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How should DC redraw ANC boundaries?

The US Census Bureau will be releasing detailed data for the District of Columbia this week, which will kick off the decennial process of adjusting DC's wards and, also very importantly, the boundaries for Advisory Neighborhood Commissions (ANCs).


Photo by swanksalot on Flickr.

The ANC boundaries are very important. ANCs have a role in everything from liquor licenses to bike lanes to new housing constructed in our neighborhoods.

Following the redistricting schedule used after Census 2000, the Council and Mayor will approve new ward boundaries by July. Task forces will then be convened in each ward to draw the new ANC boundaries. Those task forces will be appointed by the ward councilmembers, with the council chair and at-large councilmembers having the right to select a member for each ward's task force.

This DC Watch article on redistricting includes a section called "City Council Principles." The source of these principles is unclear, but if they are taken at face value, it's safe to assume that they haven't always been followed closely. The sixth principle states that the ANCs should be of approximately equal size, but ANC 2D has two commissioners, while each of the ANCs in Ward 5 (5A, 5B, and 5C) have 12 commissioners each.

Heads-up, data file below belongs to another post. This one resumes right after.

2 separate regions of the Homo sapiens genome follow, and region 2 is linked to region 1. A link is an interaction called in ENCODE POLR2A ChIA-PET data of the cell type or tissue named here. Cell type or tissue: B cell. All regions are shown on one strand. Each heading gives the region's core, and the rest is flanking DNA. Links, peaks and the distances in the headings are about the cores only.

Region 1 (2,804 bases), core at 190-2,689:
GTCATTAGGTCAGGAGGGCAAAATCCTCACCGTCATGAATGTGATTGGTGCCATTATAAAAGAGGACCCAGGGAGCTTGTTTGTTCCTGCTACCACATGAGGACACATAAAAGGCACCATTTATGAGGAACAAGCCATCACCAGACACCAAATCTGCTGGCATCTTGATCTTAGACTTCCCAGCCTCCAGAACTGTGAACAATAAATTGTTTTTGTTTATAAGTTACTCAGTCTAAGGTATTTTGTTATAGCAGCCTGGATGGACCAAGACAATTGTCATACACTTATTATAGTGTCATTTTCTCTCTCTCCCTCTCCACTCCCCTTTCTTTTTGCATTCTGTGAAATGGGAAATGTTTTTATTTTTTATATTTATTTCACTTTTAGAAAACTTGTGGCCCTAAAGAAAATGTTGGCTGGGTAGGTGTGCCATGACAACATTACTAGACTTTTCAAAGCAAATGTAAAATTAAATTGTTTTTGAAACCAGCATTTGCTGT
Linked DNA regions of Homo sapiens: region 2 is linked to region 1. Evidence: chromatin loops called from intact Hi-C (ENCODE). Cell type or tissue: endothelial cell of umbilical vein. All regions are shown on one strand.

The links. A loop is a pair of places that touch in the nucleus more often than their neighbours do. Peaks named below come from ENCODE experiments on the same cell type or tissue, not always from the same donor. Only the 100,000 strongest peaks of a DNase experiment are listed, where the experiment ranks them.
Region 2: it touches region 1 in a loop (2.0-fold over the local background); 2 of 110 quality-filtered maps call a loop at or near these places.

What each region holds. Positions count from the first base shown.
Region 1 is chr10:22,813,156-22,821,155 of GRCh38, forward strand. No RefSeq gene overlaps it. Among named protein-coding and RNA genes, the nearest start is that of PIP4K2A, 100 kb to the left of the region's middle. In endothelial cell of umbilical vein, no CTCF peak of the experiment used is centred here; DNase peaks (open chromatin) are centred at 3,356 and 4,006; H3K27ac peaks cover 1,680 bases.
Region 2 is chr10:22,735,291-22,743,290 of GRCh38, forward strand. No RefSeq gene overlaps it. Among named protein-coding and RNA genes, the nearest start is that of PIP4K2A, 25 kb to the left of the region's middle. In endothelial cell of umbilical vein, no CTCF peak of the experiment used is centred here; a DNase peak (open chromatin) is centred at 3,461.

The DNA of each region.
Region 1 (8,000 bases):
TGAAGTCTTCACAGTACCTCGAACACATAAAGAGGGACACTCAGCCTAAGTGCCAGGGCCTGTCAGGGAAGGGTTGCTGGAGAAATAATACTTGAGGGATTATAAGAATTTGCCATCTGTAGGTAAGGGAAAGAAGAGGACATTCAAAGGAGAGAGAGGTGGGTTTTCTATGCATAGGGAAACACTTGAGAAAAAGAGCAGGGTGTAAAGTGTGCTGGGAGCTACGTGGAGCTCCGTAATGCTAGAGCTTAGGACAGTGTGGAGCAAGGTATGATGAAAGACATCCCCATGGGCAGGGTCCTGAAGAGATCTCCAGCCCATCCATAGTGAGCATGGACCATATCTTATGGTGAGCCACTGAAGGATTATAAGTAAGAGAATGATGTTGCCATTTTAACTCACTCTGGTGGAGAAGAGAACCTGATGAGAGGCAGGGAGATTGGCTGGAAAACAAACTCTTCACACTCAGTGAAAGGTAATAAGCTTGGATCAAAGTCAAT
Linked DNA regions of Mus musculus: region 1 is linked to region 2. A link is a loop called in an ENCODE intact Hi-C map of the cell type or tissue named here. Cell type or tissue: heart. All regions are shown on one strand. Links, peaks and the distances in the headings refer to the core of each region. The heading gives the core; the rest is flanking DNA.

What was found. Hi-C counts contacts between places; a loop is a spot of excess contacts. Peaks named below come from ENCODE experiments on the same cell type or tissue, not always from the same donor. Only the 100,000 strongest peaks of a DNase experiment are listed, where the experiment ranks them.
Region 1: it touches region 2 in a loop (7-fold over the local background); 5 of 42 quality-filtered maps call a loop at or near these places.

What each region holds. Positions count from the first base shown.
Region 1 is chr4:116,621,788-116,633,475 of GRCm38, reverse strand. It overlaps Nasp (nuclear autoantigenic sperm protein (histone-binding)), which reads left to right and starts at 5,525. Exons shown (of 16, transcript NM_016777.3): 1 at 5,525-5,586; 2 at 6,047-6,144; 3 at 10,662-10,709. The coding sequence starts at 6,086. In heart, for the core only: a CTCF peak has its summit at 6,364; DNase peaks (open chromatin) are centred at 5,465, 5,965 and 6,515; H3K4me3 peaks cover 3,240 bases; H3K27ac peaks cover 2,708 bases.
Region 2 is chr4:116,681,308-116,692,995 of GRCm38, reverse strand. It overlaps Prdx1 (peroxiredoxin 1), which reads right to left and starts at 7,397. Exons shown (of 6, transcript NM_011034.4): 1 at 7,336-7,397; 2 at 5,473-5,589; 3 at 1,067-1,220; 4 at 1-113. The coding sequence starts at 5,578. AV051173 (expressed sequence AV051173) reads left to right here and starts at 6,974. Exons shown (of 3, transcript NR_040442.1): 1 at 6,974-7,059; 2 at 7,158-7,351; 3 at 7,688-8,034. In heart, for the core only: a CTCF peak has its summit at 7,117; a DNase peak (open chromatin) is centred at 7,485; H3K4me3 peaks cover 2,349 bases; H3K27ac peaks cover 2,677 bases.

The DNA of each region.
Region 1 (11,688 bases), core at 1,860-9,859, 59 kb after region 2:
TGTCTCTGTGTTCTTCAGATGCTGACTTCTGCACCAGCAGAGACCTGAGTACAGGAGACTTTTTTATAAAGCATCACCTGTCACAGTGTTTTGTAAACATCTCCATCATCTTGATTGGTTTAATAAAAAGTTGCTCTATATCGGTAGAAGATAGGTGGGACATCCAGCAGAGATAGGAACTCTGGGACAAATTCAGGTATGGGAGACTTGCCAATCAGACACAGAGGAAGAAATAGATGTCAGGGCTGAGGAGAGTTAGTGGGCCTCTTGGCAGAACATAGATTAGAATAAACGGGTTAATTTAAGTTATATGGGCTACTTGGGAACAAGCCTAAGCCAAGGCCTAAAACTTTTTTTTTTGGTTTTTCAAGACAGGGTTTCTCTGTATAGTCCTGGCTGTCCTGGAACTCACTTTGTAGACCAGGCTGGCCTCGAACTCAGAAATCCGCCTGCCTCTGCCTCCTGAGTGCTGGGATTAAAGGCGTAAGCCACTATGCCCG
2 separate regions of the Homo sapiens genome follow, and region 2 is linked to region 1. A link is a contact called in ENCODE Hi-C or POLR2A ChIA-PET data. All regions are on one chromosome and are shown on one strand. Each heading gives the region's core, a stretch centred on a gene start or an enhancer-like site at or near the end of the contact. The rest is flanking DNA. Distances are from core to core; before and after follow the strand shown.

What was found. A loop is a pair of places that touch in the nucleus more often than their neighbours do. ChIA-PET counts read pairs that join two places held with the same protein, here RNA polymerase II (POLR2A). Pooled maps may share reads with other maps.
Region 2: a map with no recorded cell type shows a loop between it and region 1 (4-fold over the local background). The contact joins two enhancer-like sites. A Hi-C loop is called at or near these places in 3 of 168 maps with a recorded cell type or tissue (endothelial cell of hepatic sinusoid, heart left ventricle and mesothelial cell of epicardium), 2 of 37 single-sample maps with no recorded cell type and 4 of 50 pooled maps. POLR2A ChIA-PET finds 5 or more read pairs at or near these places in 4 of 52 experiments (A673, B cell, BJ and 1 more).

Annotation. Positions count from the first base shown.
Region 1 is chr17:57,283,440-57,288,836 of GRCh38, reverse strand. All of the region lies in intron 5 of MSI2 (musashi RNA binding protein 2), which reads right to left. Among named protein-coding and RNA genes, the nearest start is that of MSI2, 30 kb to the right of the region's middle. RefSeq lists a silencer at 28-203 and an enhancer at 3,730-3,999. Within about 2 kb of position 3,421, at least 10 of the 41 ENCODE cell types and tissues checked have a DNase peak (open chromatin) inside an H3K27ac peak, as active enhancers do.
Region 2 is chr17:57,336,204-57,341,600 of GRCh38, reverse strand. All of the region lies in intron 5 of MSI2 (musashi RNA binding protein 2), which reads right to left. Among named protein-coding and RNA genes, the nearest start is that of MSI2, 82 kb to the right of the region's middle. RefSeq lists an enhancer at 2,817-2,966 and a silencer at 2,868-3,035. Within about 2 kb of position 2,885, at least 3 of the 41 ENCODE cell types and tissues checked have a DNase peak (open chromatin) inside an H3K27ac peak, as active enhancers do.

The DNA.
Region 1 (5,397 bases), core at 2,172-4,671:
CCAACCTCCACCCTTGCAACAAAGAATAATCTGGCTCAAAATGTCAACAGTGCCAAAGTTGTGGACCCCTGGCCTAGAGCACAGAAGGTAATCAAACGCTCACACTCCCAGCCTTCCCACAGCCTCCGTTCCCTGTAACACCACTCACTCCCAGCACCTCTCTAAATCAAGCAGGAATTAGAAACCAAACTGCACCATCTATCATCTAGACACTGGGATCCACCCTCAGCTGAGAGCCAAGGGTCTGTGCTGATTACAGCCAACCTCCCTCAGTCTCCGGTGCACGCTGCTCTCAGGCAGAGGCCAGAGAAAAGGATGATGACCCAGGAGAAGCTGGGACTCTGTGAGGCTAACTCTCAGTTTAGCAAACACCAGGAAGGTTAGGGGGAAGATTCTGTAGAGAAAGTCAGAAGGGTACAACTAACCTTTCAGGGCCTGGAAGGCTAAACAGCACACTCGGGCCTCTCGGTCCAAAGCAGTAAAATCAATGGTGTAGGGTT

With such large ANCs, commissioners are often voting on local quality of life issues very distant from their own homes. During last year's debates over a Big Bear liquor license in Bloomingdale, for example, commissioners from near Fort Totten Parkas far away from Bloomingdale as the White House is from Columbia Heightswere casting votes about whether Big Bear would create too much noise.